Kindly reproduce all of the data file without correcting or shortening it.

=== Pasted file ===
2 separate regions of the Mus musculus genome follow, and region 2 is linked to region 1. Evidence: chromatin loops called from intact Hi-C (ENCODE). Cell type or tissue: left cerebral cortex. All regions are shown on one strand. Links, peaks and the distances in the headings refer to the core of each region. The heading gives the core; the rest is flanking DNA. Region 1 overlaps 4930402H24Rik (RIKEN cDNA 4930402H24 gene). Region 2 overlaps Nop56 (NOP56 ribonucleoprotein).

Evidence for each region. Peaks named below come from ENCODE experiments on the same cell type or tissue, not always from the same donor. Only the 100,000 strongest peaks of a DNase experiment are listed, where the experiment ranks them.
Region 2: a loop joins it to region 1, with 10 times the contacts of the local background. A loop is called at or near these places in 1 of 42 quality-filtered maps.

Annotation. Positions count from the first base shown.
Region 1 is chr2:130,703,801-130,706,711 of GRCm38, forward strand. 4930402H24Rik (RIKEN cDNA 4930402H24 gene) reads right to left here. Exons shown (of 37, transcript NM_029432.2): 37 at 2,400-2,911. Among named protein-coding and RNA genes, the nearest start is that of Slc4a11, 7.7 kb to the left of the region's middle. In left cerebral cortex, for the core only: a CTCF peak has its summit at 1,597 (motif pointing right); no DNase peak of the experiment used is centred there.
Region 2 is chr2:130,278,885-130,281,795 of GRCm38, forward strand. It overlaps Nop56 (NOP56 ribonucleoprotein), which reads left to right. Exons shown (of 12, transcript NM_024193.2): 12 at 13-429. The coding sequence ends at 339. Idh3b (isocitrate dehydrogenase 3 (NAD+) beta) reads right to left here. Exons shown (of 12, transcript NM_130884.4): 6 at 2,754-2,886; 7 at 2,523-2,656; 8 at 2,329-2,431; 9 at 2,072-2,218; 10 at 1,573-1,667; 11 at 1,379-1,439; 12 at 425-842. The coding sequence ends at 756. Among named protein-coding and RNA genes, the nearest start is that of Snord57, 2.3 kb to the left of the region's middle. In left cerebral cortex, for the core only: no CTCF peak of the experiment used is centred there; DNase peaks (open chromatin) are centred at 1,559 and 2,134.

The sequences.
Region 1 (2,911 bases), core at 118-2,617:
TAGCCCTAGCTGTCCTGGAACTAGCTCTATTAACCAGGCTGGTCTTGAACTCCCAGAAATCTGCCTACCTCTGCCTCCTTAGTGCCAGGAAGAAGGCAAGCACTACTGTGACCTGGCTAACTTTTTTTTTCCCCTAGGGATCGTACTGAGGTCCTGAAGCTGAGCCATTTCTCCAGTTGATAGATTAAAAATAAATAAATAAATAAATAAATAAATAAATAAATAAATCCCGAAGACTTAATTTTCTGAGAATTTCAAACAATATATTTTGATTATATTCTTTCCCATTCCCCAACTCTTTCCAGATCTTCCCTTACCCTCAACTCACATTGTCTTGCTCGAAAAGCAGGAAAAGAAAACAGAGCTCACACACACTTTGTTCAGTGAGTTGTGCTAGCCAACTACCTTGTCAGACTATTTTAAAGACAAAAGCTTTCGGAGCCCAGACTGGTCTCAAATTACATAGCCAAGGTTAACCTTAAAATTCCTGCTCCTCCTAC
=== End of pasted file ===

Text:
2 separate regions of the Mus musculus genome follow, and region 2 is linked to region 1. Evidence: chromatin loops called from intact Hi-C (ENCODE). Cell type or tissue: left cerebral cortex. All regions are shown on one strand. Links, peaks and the distances in the headings refer to the core of each region. The heading gives the core; the rest is flanking DNA. Region 1 overlaps 4930402H24Rik (RIKEN cDNA 4930402H24 gene). Region 2 overlaps Nop56 (NOP56 ribonucleoprotein).

Evidence for each region. Peaks named below come from ENCODE experiments on the same cell type or tissue, not always from the same donor. Only the 100,000 strongest peaks of a DNase experiment are listed, where the experiment ranks them.
Region 2: a loop joins it to region 1, with 10 times the contacts of the local background. A loop is called at or near these places in 1 of 42 quality-filtered maps.

Annotation. Positions count from the first base shown.
Region 1 is chr2:130,703,801-130,706,711 of GRCm38, forward strand. 4930402H24Rik (RIKEN cDNA 4930402H24 gene) reads right to left here. Exons shown (of 37, transcript NM_029432.2): 37 at 2,400-2,911. Among named protein-coding and RNA genes, the nearest start is that of Slc4a11, 7.7 kb to the left of the region's middle. In left cerebral cortex, for the core only: a CTCF peak has its summit at 1,597 (motif pointing right); no DNase peak of the experiment used is centred there.
Region 2 is chr2:130,278,885-130,281,795 of GRCm38, forward strand. It overlaps Nop56 (NOP56 ribonucleoprotein), which reads left to right. Exons shown (of 12, transcript NM_024193.2): 12 at 13-429. The coding sequence ends at 339. Idh3b (isocitrate dehydrogenase 3 (NAD+) beta) reads right to left here. Exons shown (of 12, transcript NM_130884.4): 6 at 2,754-2,886; 7 at 2,523-2,656; 8 at 2,329-2,431; 9 at 2,072-2,218; 10 at 1,573-1,667; 11 at 1,379-1,439; 12 at 425-842. The coding sequence ends at 756. Among named protein-coding and RNA genes, the nearest start is that of Snord57, 2.3 kb to the left of the region's middle. In left cerebral cortex, for the core only: no CTCF peak of the experiment used is centred there; DNase peaks (open chromatin) are centred at 1,559 and 2,134.

The sequences.
Region 1 (2,911 bases), core at 118-2,617:
TAGCCCTAGCTGTCCTGGAACTAGCTCTATTAACCAGGCTGGTCTTGAACTCCCAGAAATCTGCCTACCTCTGCCTCCTTAGTGCCAGGAAGAAGGCAAGCACTACTGTGACCTGGCTAACTTTTTTTTTCCCCTAGGGATCGTACTGAGGTCCTGAAGCTGAGCCATTTCTCCAGTTGATAGATTAAAAATAAATAAATAAATAAATAAATAAATAAATAAATAAATCCCGAAGACTTAATTTTCTGAGAATTTCAAACAATATATTTTGATTATATTCTTTCCCATTCCCCAACTCTTTCCAGATCTTCCCTTACCCTCAACTCACATTGTCTTGCTCGAAAAGCAGGAAAAGAAAACAGAGCTCACACACACTTTGTTCAGTGAGTTGTGCTAGCCAACTACCTTGTCAGACTATTTTAAAGACAAAAGCTTTCGGAGCCCAGACTGGTCTCAAATTACATAGCCAAGGTTAACCTTAAAATTCCTGCTCCTCCTAC